Last week at MaRS, John Podesta, head of the Center for American Progress, and former Chief of Staff for Bill Clinton, spoke about the need for policy, innovative financing methods, and local technology development to ensure that North America does not become an importer of cleantech from China and Europe who are racing to lead the industry. Much of his speech focused on the need for Ontario to maintain its Feed-in-Tariff (FIT) program.

FIT is one of the most popular renewable energy promotion policies. In the program, renewable energy sources (solar, wind etc.), are paid a particular rate for power production based on location and other installation factors (size of the system, rooftop vs. ground mount etc.).

Ontario is in the company of over 30 countries that have implemented a FIT program as a means of driving investment, manufacturing, innovation, and jobs in renewable energy. FIT programs help to unleash private funds for energy infrastructure and are leading to innovative financing models and creative strategies that are resulting in unexpected benefits.

Historic solar deal shouts from rooftops

One of the best examples of the ability of FIT to drive innovation and benefit is the agreement signed in May of this year between the Toronto District School Board and Amp Solar Ltd. where up to 450 school roofs will be outfitted with solar panels. AMP will pay for the project costs and provide the school board with a portion of the revenue from the sale of power to the Ontario grid, and will also repair some of the school roofs – a deal estimated to be worth about $120 million for the school board.

This agreement exemplifies the capability of well-structured policy and surpasses the clean energy supply objectives of the FIT program with the following benefits:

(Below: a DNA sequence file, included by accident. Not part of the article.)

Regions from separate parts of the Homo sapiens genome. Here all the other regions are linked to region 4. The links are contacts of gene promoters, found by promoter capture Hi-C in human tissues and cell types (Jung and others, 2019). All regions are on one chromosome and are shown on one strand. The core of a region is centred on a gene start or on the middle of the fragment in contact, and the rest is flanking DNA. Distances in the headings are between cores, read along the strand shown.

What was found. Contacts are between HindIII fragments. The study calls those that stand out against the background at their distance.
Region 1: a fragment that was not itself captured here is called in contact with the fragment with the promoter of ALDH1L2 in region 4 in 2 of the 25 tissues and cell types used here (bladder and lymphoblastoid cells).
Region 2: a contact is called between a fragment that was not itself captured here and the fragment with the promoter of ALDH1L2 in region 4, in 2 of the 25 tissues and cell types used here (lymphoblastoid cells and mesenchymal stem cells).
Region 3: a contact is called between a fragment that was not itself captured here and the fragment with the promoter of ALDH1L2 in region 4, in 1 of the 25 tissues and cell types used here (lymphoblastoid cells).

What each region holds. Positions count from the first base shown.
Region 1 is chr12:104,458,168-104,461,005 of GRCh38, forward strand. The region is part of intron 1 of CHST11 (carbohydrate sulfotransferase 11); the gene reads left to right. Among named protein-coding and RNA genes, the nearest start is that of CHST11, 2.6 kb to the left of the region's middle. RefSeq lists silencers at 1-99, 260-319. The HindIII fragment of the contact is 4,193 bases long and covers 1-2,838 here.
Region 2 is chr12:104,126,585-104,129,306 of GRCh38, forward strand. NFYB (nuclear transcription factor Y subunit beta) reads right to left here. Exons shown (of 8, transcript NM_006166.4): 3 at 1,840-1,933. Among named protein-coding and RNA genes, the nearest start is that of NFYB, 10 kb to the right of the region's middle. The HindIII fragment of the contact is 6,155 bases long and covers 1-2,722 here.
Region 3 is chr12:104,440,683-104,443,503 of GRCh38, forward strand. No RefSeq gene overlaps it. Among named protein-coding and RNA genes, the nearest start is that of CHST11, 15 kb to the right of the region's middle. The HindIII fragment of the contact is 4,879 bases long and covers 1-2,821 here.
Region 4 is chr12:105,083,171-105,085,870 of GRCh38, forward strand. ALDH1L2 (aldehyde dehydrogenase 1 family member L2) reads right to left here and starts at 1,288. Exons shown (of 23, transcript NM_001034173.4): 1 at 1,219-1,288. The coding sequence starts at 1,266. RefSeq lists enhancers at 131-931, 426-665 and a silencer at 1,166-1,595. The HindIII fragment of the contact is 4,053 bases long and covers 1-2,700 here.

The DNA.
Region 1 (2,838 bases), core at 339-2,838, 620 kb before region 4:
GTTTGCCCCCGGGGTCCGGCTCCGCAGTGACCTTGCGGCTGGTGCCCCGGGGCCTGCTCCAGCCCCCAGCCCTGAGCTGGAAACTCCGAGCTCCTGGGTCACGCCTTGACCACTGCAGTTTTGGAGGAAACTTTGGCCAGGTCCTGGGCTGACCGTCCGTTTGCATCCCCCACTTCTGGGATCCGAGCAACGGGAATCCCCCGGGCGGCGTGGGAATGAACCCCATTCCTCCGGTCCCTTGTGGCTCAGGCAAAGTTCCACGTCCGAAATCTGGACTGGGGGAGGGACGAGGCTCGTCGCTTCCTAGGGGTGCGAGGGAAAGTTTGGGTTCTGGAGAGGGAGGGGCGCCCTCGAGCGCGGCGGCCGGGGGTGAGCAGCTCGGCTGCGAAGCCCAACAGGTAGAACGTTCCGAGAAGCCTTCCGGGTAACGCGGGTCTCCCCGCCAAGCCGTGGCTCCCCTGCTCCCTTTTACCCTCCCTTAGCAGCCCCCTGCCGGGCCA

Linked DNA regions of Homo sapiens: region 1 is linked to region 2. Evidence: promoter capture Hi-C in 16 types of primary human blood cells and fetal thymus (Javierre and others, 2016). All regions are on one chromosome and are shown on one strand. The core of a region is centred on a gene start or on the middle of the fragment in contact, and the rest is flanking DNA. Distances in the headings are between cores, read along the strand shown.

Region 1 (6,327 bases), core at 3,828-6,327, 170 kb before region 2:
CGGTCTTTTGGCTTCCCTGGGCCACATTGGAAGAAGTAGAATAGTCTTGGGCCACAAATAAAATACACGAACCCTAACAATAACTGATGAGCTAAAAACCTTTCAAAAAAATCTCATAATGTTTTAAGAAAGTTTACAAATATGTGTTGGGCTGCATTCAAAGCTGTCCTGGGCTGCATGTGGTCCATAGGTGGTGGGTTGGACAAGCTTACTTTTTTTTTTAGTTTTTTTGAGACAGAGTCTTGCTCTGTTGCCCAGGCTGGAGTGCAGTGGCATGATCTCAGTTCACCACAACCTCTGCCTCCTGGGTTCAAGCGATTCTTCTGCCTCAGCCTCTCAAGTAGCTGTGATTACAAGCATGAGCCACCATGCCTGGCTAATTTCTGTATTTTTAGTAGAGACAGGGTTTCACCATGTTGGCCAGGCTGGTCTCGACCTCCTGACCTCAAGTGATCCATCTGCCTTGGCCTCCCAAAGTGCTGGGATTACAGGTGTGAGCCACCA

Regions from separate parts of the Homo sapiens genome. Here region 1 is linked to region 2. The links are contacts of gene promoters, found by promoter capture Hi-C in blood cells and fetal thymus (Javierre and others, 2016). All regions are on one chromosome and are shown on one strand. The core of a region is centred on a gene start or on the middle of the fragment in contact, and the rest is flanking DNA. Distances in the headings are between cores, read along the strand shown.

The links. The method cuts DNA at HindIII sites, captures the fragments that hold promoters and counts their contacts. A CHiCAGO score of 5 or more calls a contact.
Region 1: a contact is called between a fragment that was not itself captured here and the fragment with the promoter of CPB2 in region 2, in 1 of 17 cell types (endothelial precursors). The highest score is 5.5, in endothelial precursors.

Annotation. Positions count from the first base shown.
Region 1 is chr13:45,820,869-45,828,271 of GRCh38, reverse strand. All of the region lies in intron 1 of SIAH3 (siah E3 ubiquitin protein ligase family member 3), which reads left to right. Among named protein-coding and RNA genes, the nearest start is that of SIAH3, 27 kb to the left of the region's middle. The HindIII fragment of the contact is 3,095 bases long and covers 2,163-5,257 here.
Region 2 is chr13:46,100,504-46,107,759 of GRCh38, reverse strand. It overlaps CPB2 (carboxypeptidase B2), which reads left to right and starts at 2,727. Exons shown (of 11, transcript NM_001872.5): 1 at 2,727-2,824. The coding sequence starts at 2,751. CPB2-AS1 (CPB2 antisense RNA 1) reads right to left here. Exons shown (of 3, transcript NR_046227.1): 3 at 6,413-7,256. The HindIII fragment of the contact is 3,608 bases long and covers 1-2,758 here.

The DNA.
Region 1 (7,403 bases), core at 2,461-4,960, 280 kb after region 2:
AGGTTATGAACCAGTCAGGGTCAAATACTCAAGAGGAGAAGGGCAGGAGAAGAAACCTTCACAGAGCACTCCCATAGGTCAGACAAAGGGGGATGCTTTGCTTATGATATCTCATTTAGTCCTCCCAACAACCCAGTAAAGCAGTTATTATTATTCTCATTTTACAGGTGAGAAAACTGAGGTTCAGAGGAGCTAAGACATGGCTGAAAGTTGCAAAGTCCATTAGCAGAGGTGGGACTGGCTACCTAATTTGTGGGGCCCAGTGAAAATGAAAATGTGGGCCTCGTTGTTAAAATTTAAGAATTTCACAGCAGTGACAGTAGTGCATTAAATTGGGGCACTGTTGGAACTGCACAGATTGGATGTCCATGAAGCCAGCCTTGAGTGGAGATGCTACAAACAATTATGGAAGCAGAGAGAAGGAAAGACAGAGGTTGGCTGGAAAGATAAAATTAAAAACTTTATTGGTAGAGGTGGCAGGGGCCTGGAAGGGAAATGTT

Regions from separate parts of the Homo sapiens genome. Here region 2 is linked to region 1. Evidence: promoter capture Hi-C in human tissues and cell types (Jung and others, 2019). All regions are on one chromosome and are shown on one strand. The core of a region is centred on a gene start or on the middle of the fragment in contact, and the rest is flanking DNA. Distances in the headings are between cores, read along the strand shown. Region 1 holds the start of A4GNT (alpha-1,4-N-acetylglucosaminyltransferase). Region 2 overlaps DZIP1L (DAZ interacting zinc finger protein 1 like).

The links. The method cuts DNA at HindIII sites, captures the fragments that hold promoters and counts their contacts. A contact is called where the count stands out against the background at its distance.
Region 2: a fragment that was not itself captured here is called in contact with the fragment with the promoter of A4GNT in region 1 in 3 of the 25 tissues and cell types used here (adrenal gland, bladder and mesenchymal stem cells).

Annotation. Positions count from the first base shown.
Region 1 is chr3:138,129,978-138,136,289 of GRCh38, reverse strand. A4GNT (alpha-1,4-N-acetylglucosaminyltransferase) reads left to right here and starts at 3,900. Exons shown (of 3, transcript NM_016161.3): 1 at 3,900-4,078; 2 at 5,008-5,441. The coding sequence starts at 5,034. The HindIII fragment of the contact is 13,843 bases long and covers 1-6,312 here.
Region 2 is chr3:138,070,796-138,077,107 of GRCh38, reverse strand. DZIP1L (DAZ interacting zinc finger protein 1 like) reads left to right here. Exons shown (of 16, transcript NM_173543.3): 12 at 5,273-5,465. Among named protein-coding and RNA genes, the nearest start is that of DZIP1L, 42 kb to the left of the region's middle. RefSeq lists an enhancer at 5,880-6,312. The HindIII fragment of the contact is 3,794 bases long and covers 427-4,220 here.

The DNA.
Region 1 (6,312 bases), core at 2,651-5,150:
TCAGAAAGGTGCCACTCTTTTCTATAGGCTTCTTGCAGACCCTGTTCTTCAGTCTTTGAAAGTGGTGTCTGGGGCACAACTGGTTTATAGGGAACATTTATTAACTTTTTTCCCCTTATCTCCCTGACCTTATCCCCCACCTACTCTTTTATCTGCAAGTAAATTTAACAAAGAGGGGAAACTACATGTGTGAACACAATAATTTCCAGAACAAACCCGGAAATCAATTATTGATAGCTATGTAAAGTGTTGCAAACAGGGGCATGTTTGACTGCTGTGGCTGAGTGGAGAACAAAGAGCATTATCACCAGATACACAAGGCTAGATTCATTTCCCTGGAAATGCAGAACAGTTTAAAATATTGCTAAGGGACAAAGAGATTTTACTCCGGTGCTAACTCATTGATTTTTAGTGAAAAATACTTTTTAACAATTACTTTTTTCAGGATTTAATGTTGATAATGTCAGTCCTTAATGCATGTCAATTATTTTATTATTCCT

• With a possible 450 roofs and 50 MW it brings solar to a new level in energy investment in Ontario and establishes large solar savvy financiers in the Ontario market.
  • It places money associated with the premium paid out under the Feed-in-Tariff program into our school system.
  • Provides education – a critical factor in building a long-term clean energy industry.
Click image for more information on FiT

In order to provide an environment that fuels innovation and develops a robust and sustainable industry, we need to focus not only on the immediate benefits of manufacturing, construction and development – but also on the long-term value of education – and what better way than having it integrated (literally) into our children’s daily routine.


The FIT program has established the value on rooftops in Ontario, and has brought in solar developers, manufacturers, and financiers who are coming up with strategies that do more than create jobs and renewable energy – they help put Ontario in the lead of a global race for clean energy jobs.

More information on the Feed-in-Tariff programcan be found here.

Jon Dogterom

Jon Dogterom leads Cleantech Venture Services at MaRS, assisting innovative Ontario-based companies in growing their businesses. See more…